Ballygunner boss Denis Walsh didn’t have it all his own way on the GAA front last weekend, as he explained in the wake of his side’s SHC title victory at Walsh Park on Sunday last.
“I’m also been coaching St Catherine’s in the camogie in Cork yesterday and Milford beat us and they beat us well – in fairness if we played them again next week they’d probably beat us by more, it wasn’t a one that got away or anything like that.
“I’ve had them in two county finals but the galling thing is that next year we’ll still be a couple of goals short of Milford and so will the other teams unless something dramatic happens so after yesterday, so after yesterday I didn’t want a different type of unique double on from winning the All-Irelands with Cork so this is great!”
Saluting his Ballygunner side, Walsh said his team had retained their hunger levels and seen off the best the rest of the county could throw at them this year.
“A lot happened within the group during the year, it was an emotional time for a whole load of reasons but they dug it out well. Tallow, in fairness to them, had a very good game plan, were very disciplined and kept it going right to the end.
“Our fellas just had to step it up a little bit during the second half, and we did that for 10 minutes in the middle of the half and that was the difference between the teams, as we got three or four points during that period and I feel that proved the difference between the teams. But credit to Tallow, they’ve had a great year and while they’ll be disappointed, they should be very proud of the year they’ve produced, with young players like Ryan Grey emerging so well. They played very well but this is our day – these lads still have great hunger.”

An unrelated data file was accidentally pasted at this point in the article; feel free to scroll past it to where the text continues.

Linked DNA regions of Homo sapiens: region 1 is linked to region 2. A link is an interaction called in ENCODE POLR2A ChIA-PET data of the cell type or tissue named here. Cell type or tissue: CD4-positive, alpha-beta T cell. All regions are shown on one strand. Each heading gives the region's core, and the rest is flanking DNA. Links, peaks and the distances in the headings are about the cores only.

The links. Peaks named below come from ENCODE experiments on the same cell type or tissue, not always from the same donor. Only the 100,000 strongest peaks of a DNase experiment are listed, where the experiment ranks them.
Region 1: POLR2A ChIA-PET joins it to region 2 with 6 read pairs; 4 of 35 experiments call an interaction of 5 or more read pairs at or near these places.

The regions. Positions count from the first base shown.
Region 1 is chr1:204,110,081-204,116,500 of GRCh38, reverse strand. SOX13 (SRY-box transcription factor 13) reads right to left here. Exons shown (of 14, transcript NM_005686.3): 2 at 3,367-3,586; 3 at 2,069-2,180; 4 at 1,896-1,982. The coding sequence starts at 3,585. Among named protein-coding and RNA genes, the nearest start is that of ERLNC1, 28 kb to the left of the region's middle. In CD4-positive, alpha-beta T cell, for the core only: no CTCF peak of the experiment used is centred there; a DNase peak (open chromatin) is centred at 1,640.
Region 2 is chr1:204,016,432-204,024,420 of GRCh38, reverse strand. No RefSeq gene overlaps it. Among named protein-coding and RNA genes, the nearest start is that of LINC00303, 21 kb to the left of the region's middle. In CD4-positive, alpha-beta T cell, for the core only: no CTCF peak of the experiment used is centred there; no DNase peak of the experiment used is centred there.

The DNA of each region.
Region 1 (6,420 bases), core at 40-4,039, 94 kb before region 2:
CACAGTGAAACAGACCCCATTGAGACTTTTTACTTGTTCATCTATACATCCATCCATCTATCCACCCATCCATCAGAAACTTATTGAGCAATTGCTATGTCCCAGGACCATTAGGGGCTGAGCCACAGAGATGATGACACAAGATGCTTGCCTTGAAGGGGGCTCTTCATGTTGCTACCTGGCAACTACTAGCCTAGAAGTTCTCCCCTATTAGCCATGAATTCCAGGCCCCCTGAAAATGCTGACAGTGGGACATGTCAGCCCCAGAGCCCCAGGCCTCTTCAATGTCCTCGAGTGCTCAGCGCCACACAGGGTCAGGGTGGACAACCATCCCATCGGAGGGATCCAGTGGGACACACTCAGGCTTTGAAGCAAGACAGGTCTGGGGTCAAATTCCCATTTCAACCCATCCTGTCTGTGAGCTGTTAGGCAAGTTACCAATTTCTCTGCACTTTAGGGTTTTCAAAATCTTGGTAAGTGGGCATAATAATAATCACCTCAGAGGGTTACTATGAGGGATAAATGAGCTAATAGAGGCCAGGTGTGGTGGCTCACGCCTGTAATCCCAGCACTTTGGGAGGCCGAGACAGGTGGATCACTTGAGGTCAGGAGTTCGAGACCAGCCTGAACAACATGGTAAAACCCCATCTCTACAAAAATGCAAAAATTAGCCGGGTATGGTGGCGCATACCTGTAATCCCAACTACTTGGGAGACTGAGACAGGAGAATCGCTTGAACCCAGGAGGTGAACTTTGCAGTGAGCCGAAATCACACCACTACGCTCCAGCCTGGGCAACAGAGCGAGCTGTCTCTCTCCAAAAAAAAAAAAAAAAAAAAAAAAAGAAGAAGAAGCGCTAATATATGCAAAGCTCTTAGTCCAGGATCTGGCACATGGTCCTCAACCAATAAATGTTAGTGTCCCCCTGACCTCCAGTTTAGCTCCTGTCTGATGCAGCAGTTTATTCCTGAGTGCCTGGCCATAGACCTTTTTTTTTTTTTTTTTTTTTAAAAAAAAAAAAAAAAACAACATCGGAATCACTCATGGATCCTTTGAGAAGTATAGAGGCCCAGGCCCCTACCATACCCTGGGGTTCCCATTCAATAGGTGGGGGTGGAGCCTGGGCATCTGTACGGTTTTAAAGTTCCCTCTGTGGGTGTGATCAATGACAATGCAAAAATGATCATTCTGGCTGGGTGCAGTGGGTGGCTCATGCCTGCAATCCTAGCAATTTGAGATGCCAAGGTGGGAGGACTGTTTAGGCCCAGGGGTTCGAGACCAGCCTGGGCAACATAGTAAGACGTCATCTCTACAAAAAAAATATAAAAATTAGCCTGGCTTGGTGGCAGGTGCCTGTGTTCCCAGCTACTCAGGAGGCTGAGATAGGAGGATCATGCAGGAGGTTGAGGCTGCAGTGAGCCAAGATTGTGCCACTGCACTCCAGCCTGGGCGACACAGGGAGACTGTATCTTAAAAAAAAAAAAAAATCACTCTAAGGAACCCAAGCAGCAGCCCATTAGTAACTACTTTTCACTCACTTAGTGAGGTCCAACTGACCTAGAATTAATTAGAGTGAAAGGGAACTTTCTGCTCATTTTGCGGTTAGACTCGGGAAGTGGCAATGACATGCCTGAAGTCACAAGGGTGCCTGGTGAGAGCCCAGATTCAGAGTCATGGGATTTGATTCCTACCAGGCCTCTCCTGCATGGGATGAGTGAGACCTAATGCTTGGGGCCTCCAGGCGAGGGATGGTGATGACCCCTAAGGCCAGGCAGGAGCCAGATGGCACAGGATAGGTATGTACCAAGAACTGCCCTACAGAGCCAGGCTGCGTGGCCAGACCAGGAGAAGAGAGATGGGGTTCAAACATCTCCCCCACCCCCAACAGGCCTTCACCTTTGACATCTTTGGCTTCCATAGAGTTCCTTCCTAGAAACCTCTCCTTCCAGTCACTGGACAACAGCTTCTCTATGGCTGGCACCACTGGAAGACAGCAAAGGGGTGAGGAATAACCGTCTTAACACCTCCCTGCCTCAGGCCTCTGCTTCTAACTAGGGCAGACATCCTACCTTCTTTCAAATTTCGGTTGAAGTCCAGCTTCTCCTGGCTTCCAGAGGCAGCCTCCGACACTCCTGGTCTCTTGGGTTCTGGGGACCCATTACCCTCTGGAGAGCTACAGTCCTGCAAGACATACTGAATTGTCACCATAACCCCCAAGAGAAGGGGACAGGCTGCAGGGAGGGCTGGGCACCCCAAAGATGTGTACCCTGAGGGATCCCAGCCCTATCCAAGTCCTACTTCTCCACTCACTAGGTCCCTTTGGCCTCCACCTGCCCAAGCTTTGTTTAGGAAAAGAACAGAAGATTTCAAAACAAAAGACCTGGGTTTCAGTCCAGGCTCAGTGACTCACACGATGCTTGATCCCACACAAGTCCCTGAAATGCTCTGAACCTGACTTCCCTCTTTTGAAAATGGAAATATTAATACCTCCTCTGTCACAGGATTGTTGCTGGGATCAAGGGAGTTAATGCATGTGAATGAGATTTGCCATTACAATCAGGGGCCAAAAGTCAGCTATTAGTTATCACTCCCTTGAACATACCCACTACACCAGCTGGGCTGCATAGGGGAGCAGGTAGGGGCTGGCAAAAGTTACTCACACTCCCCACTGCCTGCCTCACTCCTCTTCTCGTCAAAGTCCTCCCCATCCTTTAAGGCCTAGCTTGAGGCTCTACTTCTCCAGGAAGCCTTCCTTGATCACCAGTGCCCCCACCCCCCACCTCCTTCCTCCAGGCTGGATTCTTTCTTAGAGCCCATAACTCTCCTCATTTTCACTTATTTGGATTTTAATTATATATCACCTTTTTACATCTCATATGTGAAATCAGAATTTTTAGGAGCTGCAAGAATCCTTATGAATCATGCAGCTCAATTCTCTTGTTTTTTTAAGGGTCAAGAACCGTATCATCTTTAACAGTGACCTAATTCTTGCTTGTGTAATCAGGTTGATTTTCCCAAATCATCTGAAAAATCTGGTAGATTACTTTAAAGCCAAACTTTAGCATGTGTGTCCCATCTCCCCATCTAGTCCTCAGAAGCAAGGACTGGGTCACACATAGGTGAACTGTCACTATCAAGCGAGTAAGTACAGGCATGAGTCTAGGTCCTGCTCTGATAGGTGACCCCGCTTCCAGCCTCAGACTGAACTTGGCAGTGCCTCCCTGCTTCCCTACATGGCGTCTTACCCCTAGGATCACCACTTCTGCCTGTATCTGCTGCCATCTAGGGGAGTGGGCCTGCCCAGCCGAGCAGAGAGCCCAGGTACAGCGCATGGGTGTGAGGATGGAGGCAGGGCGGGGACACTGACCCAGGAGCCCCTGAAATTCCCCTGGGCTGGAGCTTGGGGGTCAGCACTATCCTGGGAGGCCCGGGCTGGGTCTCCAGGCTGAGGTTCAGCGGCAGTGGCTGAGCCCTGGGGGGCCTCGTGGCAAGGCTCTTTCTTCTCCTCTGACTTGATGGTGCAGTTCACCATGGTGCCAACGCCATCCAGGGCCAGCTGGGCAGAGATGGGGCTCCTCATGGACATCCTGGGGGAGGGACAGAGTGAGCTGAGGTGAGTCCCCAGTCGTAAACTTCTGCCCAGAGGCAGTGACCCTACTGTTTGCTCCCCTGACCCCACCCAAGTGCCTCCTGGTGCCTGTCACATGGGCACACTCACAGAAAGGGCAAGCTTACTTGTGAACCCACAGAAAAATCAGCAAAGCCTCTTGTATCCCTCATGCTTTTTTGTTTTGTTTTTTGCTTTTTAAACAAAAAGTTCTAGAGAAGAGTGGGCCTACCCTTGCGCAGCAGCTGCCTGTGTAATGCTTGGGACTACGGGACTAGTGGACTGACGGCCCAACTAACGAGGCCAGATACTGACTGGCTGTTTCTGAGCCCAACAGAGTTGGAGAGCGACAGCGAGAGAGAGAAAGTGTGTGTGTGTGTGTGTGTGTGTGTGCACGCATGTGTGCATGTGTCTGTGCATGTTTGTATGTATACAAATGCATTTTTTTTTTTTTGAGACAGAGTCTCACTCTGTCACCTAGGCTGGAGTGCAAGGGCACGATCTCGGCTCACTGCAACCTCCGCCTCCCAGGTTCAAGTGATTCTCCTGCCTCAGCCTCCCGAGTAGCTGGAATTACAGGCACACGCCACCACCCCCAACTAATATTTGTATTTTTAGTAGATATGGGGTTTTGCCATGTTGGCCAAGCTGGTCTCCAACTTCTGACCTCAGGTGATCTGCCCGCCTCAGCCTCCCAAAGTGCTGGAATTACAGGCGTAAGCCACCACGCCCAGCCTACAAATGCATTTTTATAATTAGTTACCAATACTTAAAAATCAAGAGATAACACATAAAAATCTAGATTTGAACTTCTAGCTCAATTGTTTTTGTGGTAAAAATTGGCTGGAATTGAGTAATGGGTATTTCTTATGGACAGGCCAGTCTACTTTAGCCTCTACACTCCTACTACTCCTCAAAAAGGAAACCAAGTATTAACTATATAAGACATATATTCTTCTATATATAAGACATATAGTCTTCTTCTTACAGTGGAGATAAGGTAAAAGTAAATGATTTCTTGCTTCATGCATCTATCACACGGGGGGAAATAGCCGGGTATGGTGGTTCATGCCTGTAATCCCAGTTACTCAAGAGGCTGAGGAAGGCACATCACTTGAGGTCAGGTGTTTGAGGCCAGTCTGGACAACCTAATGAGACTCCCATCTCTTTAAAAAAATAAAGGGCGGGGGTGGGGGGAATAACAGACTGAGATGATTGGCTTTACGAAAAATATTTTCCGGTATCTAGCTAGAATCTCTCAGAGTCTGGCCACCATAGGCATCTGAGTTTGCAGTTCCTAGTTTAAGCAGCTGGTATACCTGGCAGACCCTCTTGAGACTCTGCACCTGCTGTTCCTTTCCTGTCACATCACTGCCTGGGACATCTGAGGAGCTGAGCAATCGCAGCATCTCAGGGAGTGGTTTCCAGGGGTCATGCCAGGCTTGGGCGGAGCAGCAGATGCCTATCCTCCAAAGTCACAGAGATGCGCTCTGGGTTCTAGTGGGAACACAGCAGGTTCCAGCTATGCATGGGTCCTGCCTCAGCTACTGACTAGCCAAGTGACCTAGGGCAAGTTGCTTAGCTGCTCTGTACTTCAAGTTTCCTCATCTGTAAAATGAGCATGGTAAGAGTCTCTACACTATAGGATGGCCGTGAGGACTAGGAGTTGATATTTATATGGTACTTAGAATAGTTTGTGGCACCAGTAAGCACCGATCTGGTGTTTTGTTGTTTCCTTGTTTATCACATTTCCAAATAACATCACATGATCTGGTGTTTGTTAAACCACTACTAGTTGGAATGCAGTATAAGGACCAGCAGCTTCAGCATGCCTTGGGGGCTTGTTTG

Admitting that “we totally malfunctioned in the 10 minutes before half-time,” Denis Walsh felt the Gunners lost their way, missing a free which would have sent them five clear, only to concede four points without reply.
“We had to keep doing the basics of the game, finding people, working the ball up along the pitch; the lads knew what they had to do and we improved greatly during the second half. All the lads you’d look to for leadership – Barry Coughlan, Philip (Mahony) and Shane (O’Sullivan) – they were outstanding, while some of our younger players including Peter Hogan, who’s still a minor, he was terrific as well and Shane Walsh, after having a bit of trouble during the week, he settled into the game really well.”
Tallow manager Terence McSweeney explained some of the difficulties in co-ordinating the training schedule for a panel so widely spread across a few counties and cited their “huge dedication” to reach a second final in five seasons.
“People mightn’t realise it but most of our panel don’t live in Tallow,” he said following his side’s four-point reversal.
“They’re either living and working in Cork or Waterford city and we have a good number of guys who are in third level as well. But they never complained about the travel or the commitment, and to get to where we did took a huge amount of sacrifice.”
McSweeney added: “Ballygunner obviously had their homework done on us, but we played to the end and I’m proud of what we have achieved this year.”